ANN ARBOR—The majority of gay men in relationships say they establish a "sexual agreement" with their partner, primarily to prevent the spread of HIV and other sexually transmitted diseases, according to a University of Michigan study.
Sexual agreements show promise for HIV prevention, but the down side is that only 57 percent of couples actually concur that they have agreements, says Jason Mitchell, assistant professor at the U-M School of Nursing. Further, among nearly half of the couples one or both men break their agreement, which outlines allowable sex-related behaviors in the relationship.
Many men fear disclosing breaking their agreement, which may inadvertently increase their risk and their partner's risk for HIV and other sexually transmitted diseases. While gay men account for only 2 percent of the population, they represent more than half of new and existing HIV cases, according to the Centers for Disease Control and Prevention.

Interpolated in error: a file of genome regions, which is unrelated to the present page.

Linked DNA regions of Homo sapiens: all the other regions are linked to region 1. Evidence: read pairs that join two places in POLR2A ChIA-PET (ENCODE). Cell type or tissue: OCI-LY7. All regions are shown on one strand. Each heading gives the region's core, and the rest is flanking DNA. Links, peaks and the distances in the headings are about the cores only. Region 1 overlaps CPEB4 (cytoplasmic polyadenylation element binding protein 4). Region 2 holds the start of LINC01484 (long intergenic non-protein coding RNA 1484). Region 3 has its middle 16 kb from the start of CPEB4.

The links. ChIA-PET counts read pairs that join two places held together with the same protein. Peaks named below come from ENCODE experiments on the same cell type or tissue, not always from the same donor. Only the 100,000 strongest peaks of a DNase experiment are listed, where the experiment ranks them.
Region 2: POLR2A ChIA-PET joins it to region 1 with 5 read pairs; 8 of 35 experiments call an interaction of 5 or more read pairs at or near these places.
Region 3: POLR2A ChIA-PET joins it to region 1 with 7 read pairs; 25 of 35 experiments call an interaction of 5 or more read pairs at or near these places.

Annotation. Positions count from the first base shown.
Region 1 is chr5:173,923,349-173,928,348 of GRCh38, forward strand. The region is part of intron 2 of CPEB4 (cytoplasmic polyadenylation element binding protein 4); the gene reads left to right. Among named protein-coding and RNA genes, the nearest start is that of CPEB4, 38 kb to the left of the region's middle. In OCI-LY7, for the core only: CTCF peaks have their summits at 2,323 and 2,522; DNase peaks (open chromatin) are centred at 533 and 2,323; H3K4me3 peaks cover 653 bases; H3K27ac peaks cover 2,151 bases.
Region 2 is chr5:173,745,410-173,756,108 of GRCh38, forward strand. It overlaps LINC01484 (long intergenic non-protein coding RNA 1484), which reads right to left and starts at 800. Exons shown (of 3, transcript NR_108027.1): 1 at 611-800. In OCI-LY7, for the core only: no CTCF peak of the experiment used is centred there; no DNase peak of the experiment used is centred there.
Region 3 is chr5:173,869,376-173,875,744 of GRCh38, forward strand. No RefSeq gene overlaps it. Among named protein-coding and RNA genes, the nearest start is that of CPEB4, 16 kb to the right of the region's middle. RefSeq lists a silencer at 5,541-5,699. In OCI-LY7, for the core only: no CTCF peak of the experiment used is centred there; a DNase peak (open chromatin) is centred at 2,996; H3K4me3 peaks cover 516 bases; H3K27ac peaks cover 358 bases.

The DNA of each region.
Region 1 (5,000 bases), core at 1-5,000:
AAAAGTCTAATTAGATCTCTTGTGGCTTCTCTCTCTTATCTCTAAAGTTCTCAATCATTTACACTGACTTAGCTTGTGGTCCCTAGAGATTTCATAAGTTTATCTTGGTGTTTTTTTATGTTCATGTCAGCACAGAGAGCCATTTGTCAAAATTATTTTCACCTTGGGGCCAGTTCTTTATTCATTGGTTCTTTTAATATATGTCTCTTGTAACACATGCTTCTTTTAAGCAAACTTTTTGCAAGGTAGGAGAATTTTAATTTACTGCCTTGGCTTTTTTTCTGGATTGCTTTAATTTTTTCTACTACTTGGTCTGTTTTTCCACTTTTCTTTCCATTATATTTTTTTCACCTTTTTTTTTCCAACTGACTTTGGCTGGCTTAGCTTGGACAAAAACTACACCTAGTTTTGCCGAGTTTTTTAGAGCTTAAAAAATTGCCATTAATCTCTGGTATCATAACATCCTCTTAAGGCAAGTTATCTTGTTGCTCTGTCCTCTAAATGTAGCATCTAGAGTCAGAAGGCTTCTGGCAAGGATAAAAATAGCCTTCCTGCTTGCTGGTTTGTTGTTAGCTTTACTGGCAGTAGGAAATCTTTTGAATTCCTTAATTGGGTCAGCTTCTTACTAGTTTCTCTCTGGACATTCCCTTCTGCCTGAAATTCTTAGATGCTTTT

The good news is that of the couples who concur about the existence and type of sexual agreement, 80 percent keep their agreements, Mitchell says.
"From a public health perspective, we need to encourage gay couples to have more honest and explicit discussions when establishing and honoring sexual agreements," Mitchell said. "Sexual agreements are not only advantageous from a prevention standpoint for couples, but the agreement can also help strengthen their relationship."
Further, the research highlights the need for strengthening HIV prevention among gay couples.
Mitchell's is the first known study to gather information from both male partners in relationships across the country. Mitchell recruited participants using paid Facebook advertisements targeting men 18 and older in a committed relationship with another man.
The study, "Characteristics and Allowed Behaviors of Gay Male Couples' Sexual Agreements," appears in the Journal of Sex Research.
Jason Mitchell: http://nursing.umich.edu/faculty-staff/jason-w-mitchell
U-M School of Nursing: http://nursing.umich.edu
The Journal of Sex Research